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What Is an Attestation Clause?

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  • Written By: Autumn Rivers
  • Edited By: Angela B.
  • Last Modified Date: 19 November 2016
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An attestation clause assures that a witness saw a document be signed by the correct parties. It typically appears at the end of a will, though it also shows up in deeds and other legal documents that require a witness to watch parties sign the papers. This clause is not always required but, when there is one and it is left unsigned, the document may appear unfinished and unofficial. The result is that legal difficulties may occur, because a judge may request an affidavit to get additional proof of the document's validity.

Such a clause is typically required on any legal document that requests a witness to be present when it is signed. In most cases, not just anyone can validate that the signing took place, because the witness needs to be chosen by the party as an attesting witness. Therefore, people who are merely in the room when a document is signed are not usually considered attesting witnesses. Most documents require two or more attesting witnesses to be present to watch the proper party sign the document, so the attestation clause makes it clear that this requirement has been met.

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If a will or other document lacks an attestation clause or contains a clause that does not appear valid, a judge can order an affidavit to prove the paper was signed by the appropriate party. The affidavit may be from an attesting witness, though it can be from anyone who can show evidence that the signature is valid. If this cannot be proved when it comes to a will, then it cannot go to probate. Therefore, while an attestation clause is not always required by law, it is usually recommended to avoid hindering legal proceedings.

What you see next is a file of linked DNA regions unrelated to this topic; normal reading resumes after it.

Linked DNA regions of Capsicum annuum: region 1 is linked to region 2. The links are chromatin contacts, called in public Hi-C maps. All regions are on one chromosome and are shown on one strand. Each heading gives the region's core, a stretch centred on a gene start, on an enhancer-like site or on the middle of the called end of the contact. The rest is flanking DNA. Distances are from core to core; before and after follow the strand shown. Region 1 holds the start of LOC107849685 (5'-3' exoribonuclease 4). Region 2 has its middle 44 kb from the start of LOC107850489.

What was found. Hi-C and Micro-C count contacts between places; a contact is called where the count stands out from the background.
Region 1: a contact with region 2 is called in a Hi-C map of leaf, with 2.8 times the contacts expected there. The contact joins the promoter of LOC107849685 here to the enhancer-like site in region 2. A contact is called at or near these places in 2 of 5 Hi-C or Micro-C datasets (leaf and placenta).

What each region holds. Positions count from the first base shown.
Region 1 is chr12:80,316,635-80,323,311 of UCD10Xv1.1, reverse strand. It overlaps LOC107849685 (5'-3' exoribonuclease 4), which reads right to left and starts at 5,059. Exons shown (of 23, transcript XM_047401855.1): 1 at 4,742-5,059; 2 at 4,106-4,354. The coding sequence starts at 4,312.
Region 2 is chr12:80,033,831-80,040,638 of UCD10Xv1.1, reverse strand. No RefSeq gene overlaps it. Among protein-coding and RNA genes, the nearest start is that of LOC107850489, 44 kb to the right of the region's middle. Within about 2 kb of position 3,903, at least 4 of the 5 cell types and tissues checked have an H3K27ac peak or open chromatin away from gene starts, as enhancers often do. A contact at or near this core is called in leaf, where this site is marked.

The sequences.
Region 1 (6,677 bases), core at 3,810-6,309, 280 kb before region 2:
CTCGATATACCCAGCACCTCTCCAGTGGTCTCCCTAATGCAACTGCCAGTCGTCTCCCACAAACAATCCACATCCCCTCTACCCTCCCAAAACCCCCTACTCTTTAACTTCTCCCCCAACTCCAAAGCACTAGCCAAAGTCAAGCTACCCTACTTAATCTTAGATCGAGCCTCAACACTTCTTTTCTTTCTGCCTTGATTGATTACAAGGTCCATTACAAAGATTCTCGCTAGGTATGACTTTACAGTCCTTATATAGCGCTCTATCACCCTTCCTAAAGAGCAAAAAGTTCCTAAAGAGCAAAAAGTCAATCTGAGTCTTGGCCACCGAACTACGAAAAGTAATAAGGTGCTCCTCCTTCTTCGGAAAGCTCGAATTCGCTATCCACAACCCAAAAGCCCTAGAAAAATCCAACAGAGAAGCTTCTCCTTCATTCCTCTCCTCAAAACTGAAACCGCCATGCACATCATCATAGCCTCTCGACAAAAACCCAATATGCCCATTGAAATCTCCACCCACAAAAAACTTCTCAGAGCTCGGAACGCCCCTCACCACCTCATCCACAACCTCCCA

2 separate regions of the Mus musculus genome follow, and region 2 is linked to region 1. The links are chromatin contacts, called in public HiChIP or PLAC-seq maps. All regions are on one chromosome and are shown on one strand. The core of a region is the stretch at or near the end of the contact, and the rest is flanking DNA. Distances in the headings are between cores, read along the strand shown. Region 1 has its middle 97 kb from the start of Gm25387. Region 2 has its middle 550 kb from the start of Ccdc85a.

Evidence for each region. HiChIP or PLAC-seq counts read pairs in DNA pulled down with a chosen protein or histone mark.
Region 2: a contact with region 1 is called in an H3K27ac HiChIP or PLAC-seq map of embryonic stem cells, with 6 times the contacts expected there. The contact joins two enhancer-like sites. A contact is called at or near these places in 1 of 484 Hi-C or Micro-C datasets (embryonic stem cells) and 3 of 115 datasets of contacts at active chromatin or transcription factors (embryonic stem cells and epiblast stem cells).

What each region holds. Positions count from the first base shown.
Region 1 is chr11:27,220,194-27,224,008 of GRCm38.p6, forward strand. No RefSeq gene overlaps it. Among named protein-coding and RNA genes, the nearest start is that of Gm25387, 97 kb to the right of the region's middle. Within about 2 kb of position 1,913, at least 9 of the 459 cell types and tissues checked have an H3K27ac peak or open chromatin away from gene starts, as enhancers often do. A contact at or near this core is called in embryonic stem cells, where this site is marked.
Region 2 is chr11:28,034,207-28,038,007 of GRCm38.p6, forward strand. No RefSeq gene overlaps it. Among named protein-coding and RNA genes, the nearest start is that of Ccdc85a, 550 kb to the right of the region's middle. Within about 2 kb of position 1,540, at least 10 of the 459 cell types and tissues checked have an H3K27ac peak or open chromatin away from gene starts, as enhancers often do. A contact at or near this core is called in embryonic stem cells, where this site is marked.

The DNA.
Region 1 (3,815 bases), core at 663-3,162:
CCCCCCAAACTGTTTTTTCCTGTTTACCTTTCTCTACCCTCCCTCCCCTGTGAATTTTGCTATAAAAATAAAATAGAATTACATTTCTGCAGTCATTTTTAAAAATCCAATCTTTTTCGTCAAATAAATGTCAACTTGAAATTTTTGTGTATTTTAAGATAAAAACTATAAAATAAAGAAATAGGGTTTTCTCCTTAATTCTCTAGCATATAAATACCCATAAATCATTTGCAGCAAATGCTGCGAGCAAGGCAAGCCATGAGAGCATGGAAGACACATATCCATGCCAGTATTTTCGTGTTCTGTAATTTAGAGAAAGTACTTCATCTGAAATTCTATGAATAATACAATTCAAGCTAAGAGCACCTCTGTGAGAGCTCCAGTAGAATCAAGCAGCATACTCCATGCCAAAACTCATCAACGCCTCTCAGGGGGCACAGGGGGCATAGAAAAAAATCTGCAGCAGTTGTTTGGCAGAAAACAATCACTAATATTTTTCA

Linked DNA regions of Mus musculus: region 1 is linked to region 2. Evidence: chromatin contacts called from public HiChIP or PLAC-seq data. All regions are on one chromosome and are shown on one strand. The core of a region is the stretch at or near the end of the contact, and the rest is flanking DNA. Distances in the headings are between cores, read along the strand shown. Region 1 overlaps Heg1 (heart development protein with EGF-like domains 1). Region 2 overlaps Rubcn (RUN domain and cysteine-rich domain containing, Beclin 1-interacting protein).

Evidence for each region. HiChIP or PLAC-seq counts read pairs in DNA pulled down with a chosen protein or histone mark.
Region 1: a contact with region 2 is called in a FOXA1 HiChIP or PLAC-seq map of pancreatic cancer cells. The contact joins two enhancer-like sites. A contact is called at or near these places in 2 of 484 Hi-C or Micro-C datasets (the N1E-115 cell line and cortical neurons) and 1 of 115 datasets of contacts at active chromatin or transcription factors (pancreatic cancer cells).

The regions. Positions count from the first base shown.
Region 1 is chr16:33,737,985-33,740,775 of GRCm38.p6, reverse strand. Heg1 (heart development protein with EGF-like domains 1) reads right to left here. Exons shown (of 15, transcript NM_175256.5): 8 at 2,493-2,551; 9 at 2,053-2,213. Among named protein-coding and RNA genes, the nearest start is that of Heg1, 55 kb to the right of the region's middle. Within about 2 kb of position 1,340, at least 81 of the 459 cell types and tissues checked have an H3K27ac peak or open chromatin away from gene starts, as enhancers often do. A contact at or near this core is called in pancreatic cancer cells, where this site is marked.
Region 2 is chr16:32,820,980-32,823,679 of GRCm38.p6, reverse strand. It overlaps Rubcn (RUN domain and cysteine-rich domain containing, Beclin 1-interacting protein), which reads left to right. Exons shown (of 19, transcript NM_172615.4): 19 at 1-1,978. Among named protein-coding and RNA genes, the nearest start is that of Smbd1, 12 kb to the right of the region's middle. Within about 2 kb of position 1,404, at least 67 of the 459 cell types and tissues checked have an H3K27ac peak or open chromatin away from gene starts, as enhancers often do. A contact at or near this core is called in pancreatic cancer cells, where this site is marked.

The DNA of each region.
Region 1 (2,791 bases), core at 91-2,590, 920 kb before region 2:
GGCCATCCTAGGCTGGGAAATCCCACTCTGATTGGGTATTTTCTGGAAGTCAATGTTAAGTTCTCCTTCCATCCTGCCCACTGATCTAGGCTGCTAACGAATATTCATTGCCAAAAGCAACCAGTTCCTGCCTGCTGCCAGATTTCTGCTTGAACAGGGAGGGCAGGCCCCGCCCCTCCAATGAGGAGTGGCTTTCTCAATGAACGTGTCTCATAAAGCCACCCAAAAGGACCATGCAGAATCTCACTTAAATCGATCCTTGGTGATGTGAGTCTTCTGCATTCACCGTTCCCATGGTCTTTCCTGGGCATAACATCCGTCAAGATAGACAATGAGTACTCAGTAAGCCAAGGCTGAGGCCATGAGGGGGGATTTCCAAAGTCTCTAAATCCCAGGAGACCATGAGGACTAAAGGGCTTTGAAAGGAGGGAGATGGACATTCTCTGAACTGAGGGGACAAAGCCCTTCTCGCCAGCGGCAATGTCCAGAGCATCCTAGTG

Statutory law requires that the attestation clause be placed just under the signature of the party responsible for initiating the document. The clause typically states that the person who initiated and signed the document did so voluntarily and in the presence of at least two witnesses. It also asserts that the originator of the document was of sound mind when it was made, as well as at least 18 years old; a parent or guardian typically has to sign for minors. Of course, another element of the attestation clause is that the attesting witnesses signing the document are doing so to acknowledge that they saw the document's originator sign it, because this is the very purpose of the clause.

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